How to Change the World and Find the Missing Socks | The BridgeMaker

How to change the world and find the missing socks

By on Oct 24, 2012


There is eternal influence and power in motherhood. – Julie B. Beck

For Mothers

You all know the drill. You hear the mommy mantra in your heads; get up, pack lunches, wake kids, feed, find missing sock, drive, drop off, work, pick up, feed, drive, gymnastics, wipe tears, soccer, drive, feed, blow noses, do homework, hug, kiss, rinse, repeat.

And now…you’re supposed to fit change the world into that list of to dos. (I can hear your eyes roll as you scrape dried apple juice off the kitchen counter and wonder when you’ll ever get those molding wet clothes moved into the dryer.) Thanks for something else to feel guilty about missy blog author lady.

Sending your heart out

Someone once said that having a child is agreeing to no longer carry your heart inside your own chest. You send your heart out into the world with your children every day and hope they, come back in one piece.

Having children makes us more vulnerable…and therefore more susceptible to the problems of the world. Our children will grow up and need a safe place to live and raise their own families. So to top off this aching vulnerability and all the responsibilities, we’ve got an obligation to make the world a better place.

But how on earth can we make a difference?! There is laundry to do, groceries to buy, houses to clean, children to feed and raise and those darn blasted missing socks…

Simple; we start in our own households. It’s the best place for our influence to be received.

As mothers, it’s up to us to set the tone. And that tone can carry from your home, to your neighborhood, to your community and outward. If we mothers can make some small differences everyday, we CAN change the world.

Here’s how: Focus on the little things:

  • Establish a time for saying Thank You. Help your child, during a meal or before bed to express their gratitude for 3 or 4 things. You go first to set the example.
  • Show them your sacred self by reserving a few minutes each day to be silent. You may call it prayer or meditation or just a special breathing time. Invite your child to join in. Even if they don’t or can’t participate (the only time my 2 year old sat still was when he was asleep) they will feel the effects of this practice on you and them. 5 minutes a day is all it will take…no joke.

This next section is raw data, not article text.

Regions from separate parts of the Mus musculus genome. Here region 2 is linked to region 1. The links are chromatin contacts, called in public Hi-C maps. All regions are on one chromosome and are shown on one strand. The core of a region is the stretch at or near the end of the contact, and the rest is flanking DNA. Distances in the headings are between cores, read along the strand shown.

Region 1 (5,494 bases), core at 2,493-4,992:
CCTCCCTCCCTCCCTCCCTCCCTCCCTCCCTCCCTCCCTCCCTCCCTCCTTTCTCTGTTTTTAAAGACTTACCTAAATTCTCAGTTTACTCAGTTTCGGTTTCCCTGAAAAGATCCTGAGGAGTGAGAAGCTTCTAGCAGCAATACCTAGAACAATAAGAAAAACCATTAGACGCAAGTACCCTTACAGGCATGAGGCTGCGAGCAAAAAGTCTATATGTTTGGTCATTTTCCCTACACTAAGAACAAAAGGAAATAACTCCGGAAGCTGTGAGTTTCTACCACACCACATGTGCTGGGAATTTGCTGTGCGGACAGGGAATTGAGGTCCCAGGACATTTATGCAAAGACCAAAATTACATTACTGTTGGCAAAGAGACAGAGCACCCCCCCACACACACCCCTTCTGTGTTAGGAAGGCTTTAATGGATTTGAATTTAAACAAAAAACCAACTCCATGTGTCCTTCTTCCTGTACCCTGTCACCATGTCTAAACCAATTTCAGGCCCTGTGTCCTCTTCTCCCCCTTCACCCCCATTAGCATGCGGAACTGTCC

• When you interact with others (especially in front of your children) look everyone in the eye, smile, be kind, open doors, give complements, help out where and when you can. You are training your children by example. Be present.
  • Reduce, reuse, recycle. Most of us do this already-but talk about it; explain how important it is for us to be a part of saving our planet…this can lead to much bigger discussions.
  • Always lead by example. No one will have the sort of influence you will have on your child. Be the best person you can be in front of your child.

But kids don’t stay with you if you do it right. It’s the one job where, the better you are, the more surely you won’t be needed in the long run. – Barbara Kingsolver, Pigs In Heaven

Yes. It’s true. They do leave.

But imagine what the world would be like if each and every one we send out into the world spends time each day saying thank you, having moments of silent contemplation, radiating kindness and giving of themselves freely, caring for our mother earth and in turn become a new generation of wonderful parents leading by the loving example we set.

Now imagine those children as our future leaders…

See…you can change the world…and find the socks… or just change the world and forget the socks. Socks are over-rated anyway.

Elisa Van Arnam is a mother, wife and co-creator of SoulKu; an inspirational card and gift company dedicated to empowering people and making it easy to Be the CHANGE. Read more about SoulKu or visit the SoulKu Shares quote and picture blog.

  • I’m the father of three girls (two of them twins), and I can absolutely identify with wanting to help them succeed. Thanks for the tips!

    • Elisa Van Arnam

      John,
      I’m so happy that you read the post and are obviously actively involved in your girls’ lives. We need you! Thank you!!!

  • This is a great post and good words to live by. Somewhere around 4th grade I began to tell my son something every morning as I dropped him off at school. I told him to remember whose child he was and that he was loved. I had no idea if the words were heard or if I just said them to make me feel better but I said them anyway. Some time later I overheard a playground conversation between him and his friends. He was telling them that no matter what he was first with his mom and he knew he was loved more than anything. It is amazing how simple words can change the lives of others, especially our loved ones. Thank you for sharing your beautiful post.

    • Elisa Van Arnam

      Raquel,

      That is absolutely beautiful! Don’t you love it when you get that kind of affirmation? You are so on the right track! Keep it up…let’s grow amazing, wonder-full, confident little beings! You are changing the world!